3.Dictionary of XojoScripts

Any of these might be tidier but could also result in an over-engineered solution. Sometimes, the simplest solution is the best.

It is also worth noting that using a dictionary / calling out to another method or script would incur an overhead which might be important since you plan to call the code 60 x per second.


A dictionary lookup should be faster if its many items.

Since by definition dictionary lookup speed is O(1) while select case is O(n)

Though there may be constant overhead in the dictionary, making it not give benefits until you have enough elements in the number of cases.


Interesting, I thought the Dictionary lookup would have been hindered by needing to search and the process of hashing the Variant key.

Dictionaries are never “searched”

Its a hash table.

A simplification to explain it would be to do

100009 mod 90000 = 10009

Thus in this case it would fetch the data in one shot in array slot 10009.

The above is of course super simplification.

More realistic case is if your key is string then first it calculates Hash code from your string, so you get Integer or big integer of some sort, then you run it through the bucket algorithm which usually is some sort of Modulus like shown above (with added overflow protection though).

Then it gets the data you requested in one shot without having to ever “search for the data” or loop through the content.


Nope, they are.

Dictionaries put you in a block that possibly contains your key, then from there is starts a search.

Depends on the type of dictionary under the hood.

My dictionaries (in my plugins’) would never search for anything. But it would have sub bucket dictionary.

So if there is serious collision in the hash keys then you might need to do maybe 3 shots. (to dive into the sub buckets)

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How is your switch statement … switched? Is it by string, integer, something else?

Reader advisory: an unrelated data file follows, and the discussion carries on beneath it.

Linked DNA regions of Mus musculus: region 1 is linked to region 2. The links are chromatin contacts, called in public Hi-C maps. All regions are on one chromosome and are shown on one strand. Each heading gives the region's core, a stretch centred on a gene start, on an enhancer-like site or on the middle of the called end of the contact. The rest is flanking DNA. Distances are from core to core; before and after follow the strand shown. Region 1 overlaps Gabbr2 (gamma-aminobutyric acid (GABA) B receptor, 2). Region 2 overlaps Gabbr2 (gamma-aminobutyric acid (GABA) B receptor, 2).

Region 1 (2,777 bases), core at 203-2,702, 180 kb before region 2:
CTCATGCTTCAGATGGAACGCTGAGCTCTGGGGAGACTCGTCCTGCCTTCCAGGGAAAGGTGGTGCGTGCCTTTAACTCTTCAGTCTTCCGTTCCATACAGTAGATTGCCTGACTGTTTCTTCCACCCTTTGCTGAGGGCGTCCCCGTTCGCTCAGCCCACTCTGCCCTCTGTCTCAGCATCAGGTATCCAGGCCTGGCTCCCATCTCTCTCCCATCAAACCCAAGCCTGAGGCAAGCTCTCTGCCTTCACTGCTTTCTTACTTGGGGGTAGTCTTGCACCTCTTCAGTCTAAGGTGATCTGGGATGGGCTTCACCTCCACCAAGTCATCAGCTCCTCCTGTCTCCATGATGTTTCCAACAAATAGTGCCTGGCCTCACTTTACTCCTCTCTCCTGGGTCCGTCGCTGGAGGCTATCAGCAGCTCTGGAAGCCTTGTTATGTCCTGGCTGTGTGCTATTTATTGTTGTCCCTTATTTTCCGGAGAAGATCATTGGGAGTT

I use the Dictionary 'o Delegates approach in my code and it is very efficient. I doubt that it’s any faster than a Switch statement, and for a certain number of Case statements the Switch statement is more legible and maintainable. Once you get over some threshold of Case statements, though, another approach might serve you better.

Each of your bins allows 3 keys only? It would create a lot of collisions needing extra bins to more 3 keys on each collision. That would lead to walks into main bin (bucket) and its extensions (sub buckets).

No as i said each of them can have sub dictionary.

You can try them out in the CoreClasses plugin.

Xojo Dictionary performs quite well also though (I dont know what collishion algorithm they use though)

I don’t need to try, I’m just curious about the algorithm. Because it is usually a partition algorithm using hashed distribution leading to a start point where it could end as O(1) but with time it will cause collisions of different keys ending inside the same partition (that Xojo calls bins) and every new one will be put in a further position needing a extended time to be found. So yes, hashed algorithms used to cause incremental time access when overpopulated leading to collisions.

The simplest solution is always the best.